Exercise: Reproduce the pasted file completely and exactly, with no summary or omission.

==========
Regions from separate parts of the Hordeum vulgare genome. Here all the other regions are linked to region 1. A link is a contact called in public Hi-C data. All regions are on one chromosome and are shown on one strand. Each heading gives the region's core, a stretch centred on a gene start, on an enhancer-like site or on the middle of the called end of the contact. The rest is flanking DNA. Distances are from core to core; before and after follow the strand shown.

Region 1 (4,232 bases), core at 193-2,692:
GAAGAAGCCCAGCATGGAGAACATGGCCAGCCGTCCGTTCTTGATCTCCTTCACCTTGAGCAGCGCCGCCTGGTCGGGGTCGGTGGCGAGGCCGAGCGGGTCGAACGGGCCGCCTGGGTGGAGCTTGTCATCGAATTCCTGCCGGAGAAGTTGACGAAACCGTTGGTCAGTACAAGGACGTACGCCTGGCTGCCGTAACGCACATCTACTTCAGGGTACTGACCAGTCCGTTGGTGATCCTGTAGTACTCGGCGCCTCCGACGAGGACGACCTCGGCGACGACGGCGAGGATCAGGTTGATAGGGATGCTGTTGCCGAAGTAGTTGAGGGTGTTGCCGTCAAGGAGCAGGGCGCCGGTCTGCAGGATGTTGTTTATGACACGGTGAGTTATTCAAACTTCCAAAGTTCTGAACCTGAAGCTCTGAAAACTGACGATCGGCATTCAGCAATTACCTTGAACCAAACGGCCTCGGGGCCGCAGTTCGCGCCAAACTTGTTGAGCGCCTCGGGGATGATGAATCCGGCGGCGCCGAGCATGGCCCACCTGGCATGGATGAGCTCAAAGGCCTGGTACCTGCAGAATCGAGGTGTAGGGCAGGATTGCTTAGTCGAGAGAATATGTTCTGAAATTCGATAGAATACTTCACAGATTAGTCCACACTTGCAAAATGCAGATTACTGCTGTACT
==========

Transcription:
Regions from separate parts of the Hordeum vulgare genome. Here all the other regions are linked to region 1. A link is a contact called in public Hi-C data. All regions are on one chromosome and are shown on one strand. Each heading gives the region's core, a stretch centred on a gene start, on an enhancer-like site or on the middle of the called end of the contact. The rest is flanking DNA. Distances are from core to core; before and after follow the strand shown.

Region 1 (4,232 bases), core at 193-2,692:
GAAGAAGCCCAGCATGGAGAACATGGCCAGCCGTCCGTTCTTGATCTCCTTCACCTTGAGCAGCGCCGCCTGGTCGGGGTCGGTGGCGAGGCCGAGCGGGTCGAACGGGCCGCCTGGGTGGAGCTTGTCATCGAATTCCTGCCGGAGAAGTTGACGAAACCGTTGGTCAGTACAAGGACGTACGCCTGGCTGCCGTAACGCACATCTACTTCAGGGTACTGACCAGTCCGTTGGTGATCCTGTAGTACTCGGCGCCTCCGACGAGGACGACCTCGGCGACGACGGCGAGGATCAGGTTGATAGGGATGCTGTTGCCGAAGTAGTTGAGGGTGTTGCCGTCAAGGAGCAGGGCGCCGGTCTGCAGGATGTTGTTTATGACACGGTGAGTTATTCAAACTTCCAAAGTTCTGAACCTGAAGCTCTGAAAACTGACGATCGGCATTCAGCAATTACCTTGAACCAAACGGCCTCGGGGCCGCAGTTCGCGCCAAACTTGTTGAGCGCCTCGGGGATGATGAATCCGGCGGCGCCGAGCATGGCCCACCTGGCATGGATGAGCTCAAAGGCCTGGTACCTGCAGAATCGAGGTGTAGGGCAGGATTGCTTAGTCGAGAGAATATGTTCTGAAATTCGATAGAATACTTCACAGATTAGTCCACACTTGCAAAATGCAGATTACTGCTGTACT